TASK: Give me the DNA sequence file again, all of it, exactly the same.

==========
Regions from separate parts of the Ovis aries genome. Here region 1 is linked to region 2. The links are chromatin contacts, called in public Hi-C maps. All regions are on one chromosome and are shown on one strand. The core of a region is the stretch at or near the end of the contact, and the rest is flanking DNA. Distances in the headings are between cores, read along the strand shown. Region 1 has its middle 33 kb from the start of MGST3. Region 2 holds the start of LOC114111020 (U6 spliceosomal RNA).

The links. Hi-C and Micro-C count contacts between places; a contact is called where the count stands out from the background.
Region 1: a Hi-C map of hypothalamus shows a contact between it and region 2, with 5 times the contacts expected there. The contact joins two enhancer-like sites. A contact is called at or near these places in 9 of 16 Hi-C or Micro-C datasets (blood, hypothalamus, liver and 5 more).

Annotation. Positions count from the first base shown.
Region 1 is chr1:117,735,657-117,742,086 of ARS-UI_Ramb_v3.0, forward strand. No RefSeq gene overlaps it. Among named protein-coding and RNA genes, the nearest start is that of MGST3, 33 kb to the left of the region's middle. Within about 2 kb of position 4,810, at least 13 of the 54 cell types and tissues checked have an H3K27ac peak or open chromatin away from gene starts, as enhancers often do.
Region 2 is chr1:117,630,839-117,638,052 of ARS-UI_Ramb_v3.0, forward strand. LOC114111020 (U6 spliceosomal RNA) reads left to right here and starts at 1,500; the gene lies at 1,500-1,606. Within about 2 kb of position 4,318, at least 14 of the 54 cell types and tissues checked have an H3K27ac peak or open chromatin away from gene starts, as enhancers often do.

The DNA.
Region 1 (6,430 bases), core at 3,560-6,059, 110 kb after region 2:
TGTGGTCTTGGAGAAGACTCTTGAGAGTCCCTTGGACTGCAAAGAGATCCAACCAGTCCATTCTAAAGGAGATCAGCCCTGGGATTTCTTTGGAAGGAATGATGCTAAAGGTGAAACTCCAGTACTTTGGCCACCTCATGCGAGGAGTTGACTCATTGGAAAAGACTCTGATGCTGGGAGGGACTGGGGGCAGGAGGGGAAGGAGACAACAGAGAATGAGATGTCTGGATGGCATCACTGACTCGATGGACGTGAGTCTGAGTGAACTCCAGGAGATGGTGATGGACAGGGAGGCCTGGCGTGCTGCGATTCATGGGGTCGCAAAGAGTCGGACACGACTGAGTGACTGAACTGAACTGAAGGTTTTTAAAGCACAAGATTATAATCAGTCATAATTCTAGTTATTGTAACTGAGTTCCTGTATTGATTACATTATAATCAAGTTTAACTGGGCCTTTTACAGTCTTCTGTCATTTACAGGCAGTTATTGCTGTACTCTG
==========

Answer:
Regions from separate parts of the Ovis aries genome. Here region 1 is linked to region 2. The links are chromatin contacts, called in public Hi-C maps. All regions are on one chromosome and are shown on one strand. The core of a region is the stretch at or near the end of the contact, and the rest is flanking DNA. Distances in the headings are between cores, read along the strand shown. Region 1 has its middle 33 kb from the start of MGST3. Region 2 holds the start of LOC114111020 (U6 spliceosomal RNA).

The links. Hi-C and Micro-C count contacts between places; a contact is called where the count stands out from the background.
Region 1: a Hi-C map of hypothalamus shows a contact between it and region 2, with 5 times the contacts expected there. The contact joins two enhancer-like sites. A contact is called at or near these places in 9 of 16 Hi-C or Micro-C datasets (blood, hypothalamus, liver and 5 more).

Annotation. Positions count from the first base shown.
Region 1 is chr1:117,735,657-117,742,086 of ARS-UI_Ramb_v3.0, forward strand. No RefSeq gene overlaps it. Among named protein-coding and RNA genes, the nearest start is that of MGST3, 33 kb to the left of the region's middle. Within about 2 kb of position 4,810, at least 13 of the 54 cell types and tissues checked have an H3K27ac peak or open chromatin away from gene starts, as enhancers often do.
Region 2 is chr1:117,630,839-117,638,052 of ARS-UI_Ramb_v3.0, forward strand. LOC114111020 (U6 spliceosomal RNA) reads left to right here and starts at 1,500; the gene lies at 1,500-1,606. Within about 2 kb of position 4,318, at least 14 of the 54 cell types and tissues checked have an H3K27ac peak or open chromatin away from gene starts, as enhancers often do.

The DNA.
Region 1 (6,430 bases), core at 3,560-6,059, 110 kb after region 2:
TGTGGTCTTGGAGAAGACTCTTGAGAGTCCCTTGGACTGCAAAGAGATCCAACCAGTCCATTCTAAAGGAGATCAGCCCTGGGATTTCTTTGGAAGGAATGATGCTAAAGGTGAAACTCCAGTACTTTGGCCACCTCATGCGAGGAGTTGACTCATTGGAAAAGACTCTGATGCTGGGAGGGACTGGGGGCAGGAGGGGAAGGAGACAACAGAGAATGAGATGTCTGGATGGCATCACTGACTCGATGGACGTGAGTCTGAGTGAACTCCAGGAGATGGTGATGGACAGGGAGGCCTGGCGTGCTGCGATTCATGGGGTCGCAAAGAGTCGGACACGACTGAGTGACTGAACTGAACTGAAGGTTTTTAAAGCACAAGATTATAATCAGTCATAATTCTAGTTATTGTAACTGAGTTCCTGTATTGATTACATTATAATCAAGTTTAACTGGGCCTTTTACAGTCTTCTGTCATTTACAGGCAGTTATTGCTGTACTCTG